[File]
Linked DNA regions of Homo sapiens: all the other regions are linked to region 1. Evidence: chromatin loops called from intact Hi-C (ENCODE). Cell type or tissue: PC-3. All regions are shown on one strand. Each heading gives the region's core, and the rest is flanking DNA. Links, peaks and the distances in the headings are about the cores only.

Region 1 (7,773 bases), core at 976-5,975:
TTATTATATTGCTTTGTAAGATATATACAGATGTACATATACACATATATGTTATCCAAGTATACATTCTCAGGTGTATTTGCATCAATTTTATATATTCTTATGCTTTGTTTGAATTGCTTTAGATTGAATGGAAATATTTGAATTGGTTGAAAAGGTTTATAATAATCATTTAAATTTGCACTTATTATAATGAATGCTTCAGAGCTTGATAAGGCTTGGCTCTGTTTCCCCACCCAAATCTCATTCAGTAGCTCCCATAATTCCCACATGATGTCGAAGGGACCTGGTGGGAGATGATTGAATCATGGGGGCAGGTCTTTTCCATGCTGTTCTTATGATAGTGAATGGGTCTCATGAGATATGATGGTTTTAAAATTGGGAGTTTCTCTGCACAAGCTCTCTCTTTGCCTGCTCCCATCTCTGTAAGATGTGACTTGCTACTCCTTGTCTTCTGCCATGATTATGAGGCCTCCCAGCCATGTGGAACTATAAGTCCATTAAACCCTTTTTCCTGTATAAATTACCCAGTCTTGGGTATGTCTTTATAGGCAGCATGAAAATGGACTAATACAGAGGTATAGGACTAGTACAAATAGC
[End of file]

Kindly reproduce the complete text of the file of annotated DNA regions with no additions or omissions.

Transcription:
Linked DNA regions of Homo sapiens: all the other regions are linked to region 1. Evidence: chromatin loops called from intact Hi-C (ENCODE). Cell type or tissue: PC-3. All regions are shown on one strand. Each heading gives the region's core, and the rest is flanking DNA. Links, peaks and the distances in the headings are about the cores only.

Region 1 (7,773 bases), core at 976-5,975:
TTATTATATTGCTTTGTAAGATATATACAGATGTACATATACACATATATGTTATCCAAGTATACATTCTCAGGTGTATTTGCATCAATTTTATATATTCTTATGCTTTGTTTGAATTGCTTTAGATTGAATGGAAATATTTGAATTGGTTGAAAAGGTTTATAATAATCATTTAAATTTGCACTTATTATAATGAATGCTTCAGAGCTTGATAAGGCTTGGCTCTGTTTCCCCACCCAAATCTCATTCAGTAGCTCCCATAATTCCCACATGATGTCGAAGGGACCTGGTGGGAGATGATTGAATCATGGGGGCAGGTCTTTTCCATGCTGTTCTTATGATAGTGAATGGGTCTCATGAGATATGATGGTTTTAAAATTGGGAGTTTCTCTGCACAAGCTCTCTCTTTGCCTGCTCCCATCTCTGTAAGATGTGACTTGCTACTCCTTGTCTTCTGCCATGATTATGAGGCCTCCCAGCCATGTGGAACTATAAGTCCATTAAACCCTTTTTCCTGTATAAATTACCCAGTCTTGGGTATGTCTTTATAGGCAGCATGAAAATGGACTAATACAGAGGTATAGGACTAGTACAAATAGC